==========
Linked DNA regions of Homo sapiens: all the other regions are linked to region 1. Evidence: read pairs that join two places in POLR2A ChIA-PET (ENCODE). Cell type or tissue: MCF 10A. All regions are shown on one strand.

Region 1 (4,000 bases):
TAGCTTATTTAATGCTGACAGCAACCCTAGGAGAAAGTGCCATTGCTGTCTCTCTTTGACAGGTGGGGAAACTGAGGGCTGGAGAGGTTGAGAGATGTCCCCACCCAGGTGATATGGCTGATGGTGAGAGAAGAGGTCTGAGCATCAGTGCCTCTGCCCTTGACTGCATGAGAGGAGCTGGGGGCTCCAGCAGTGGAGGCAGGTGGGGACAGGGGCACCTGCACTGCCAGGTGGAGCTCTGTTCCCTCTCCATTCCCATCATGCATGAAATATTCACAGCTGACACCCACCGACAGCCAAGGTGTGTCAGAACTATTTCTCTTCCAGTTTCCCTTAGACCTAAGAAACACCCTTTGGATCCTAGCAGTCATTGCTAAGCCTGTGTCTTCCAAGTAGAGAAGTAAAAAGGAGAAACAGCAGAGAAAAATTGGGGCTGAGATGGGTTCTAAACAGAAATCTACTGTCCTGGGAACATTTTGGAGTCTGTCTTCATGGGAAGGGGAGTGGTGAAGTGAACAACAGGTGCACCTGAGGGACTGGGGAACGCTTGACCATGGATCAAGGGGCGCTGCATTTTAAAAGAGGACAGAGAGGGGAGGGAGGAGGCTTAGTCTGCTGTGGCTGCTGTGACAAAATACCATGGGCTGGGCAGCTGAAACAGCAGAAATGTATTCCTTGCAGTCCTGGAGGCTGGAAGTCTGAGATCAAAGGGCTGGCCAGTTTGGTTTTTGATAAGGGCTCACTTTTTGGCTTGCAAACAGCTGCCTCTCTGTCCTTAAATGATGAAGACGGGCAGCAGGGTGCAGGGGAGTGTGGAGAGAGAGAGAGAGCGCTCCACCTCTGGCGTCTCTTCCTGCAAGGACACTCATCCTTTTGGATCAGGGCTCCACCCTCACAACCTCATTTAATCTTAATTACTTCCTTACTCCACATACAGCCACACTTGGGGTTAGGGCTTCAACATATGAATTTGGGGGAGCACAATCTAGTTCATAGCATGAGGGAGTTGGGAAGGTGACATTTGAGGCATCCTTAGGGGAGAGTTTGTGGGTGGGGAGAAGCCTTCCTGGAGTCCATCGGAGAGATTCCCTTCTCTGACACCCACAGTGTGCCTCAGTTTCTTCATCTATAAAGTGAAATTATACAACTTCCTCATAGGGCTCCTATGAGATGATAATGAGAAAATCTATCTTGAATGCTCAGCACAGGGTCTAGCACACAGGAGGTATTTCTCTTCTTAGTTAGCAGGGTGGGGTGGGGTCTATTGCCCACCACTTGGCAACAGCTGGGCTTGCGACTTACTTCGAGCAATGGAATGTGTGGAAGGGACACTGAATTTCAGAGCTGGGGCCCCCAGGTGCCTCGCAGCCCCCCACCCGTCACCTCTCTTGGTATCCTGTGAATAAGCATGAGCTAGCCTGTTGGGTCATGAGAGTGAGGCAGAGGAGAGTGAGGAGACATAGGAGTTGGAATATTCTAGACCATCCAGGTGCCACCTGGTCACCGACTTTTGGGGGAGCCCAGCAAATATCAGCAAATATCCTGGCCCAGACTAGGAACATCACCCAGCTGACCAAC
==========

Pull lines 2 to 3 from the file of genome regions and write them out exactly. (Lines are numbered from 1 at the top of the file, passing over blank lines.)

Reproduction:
Region 1 (4,000 bases):
TAGCTTATTTAATGCTGACAGCAACCCTAGGAGAAAGTGCCATTGCTGTCTCTCTTTGACAGGTGGGGAAACTGAGGGCTGGAGAGGTTGAGAGATGTCCCCACCCAGGTGATATGGCTGATGGTGAGAGAAGAGGTCTGAGCATCAGTGCCTCTGCCCTTGACTGCATGAGAGGAGCTGGGGGCTCCAGCAGTGGAGGCAGGTGGGGACAGGGGCACCTGCACTGCCAGGTGGAGCTCTGTTCCCTCTCCATTCCCATCATGCATGAAATATTCACAGCTGACACCCACCGACAGCCAAGGTGTGTCAGAACTATTTCTCTTCCAGTTTCCCTTAGACCTAAGAAACACCCTTTGGATCCTAGCAGTCATTGCTAAGCCTGTGTCTTCCAAGTAGAGAAGTAAAAAGGAGAAACAGCAGAGAAAAATTGGGGCTGAGATGGGTTCTAAACAGAAATCTACTGTCCTGGGAACATTTTGGAGTCTGTCTTCATGGGAAGGGGAGTGGTGAAGTGAACAACAGGTGCACCTGAGGGACTGGGGAACGCTTGACCATGGATCAAGGGGCGCTGCATTTTAAAAGAGGACAGAGAGGGGAGGGAGGAGGCTTAGTCTGCTGTGGCTGCTGTGACAAAATACCATGGGCTGGGCAGCTGAAACAGCAGAAATGTATTCCTTGCAGTCCTGGAGGCTGGAAGTCTGAGATCAAAGGGCTGGCCAGTTTGGTTTTTGATAAGGGCTCACTTTTTGGCTTGCAAACAGCTGCCTCTCTGTCCTTAAATGATGAAGACGGGCAGCAGGGTGCAGGGGAGTGTGGAGAGAGAGAGAGAGCGCTCCACCTCTGGCGTCTCTTCCTGCAAGGACACTCATCCTTTTGGATCAGGGCTCCACCCTCACAACCTCATTTAATCTTAATTACTTCCTTACTCCACATACAGCCACACTTGGGGTTAGGGCTTCAACATATGAATTTGGGGGAGCACAATCTAGTTCATAGCATGAGGGAGTTGGGAAGGTGACATTTGAGGCATCCTTAGGGGAGAGTTTGTGGGTGGGGAGAAGCCTTCCTGGAGTCCATCGGAGAGATTCCCTTCTCTGACACCCACAGTGTGCCTCAGTTTCTTCATCTATAAAGTGAAATTATACAACTTCCTCATAGGGCTCCTATGAGATGATAATGAGAAAATCTATCTTGAATGCTCAGCACAGGGTCTAGCACACAGGAGGTATTTCTCTTCTTAGTTAGCAGGGTGGGGTGGGGTCTATTGCCCACCACTTGGCAACAGCTGGGCTTGCGACTTACTTCGAGCAATGGAATGTGTGGAAGGGACACTGAATTTCAGAGCTGGGGCCCCCAGGTGCCTCGCAGCCCCCCACCCGTCACCTCTCTTGGTATCCTGTGAATAAGCATGAGCTAGCCTGTTGGGTCATGAGAGTGAGGCAGAGGAGAGTGAGGAGACATAGGAGTTGGAATATTCTAGACCATCCAGGTGCCACCTGGTCACCGACTTTTGGGGGAGCCCAGCAAATATCAGCAAATATCCTGGCCCAGACTAGGAACATCACCCAGCTGACCAAC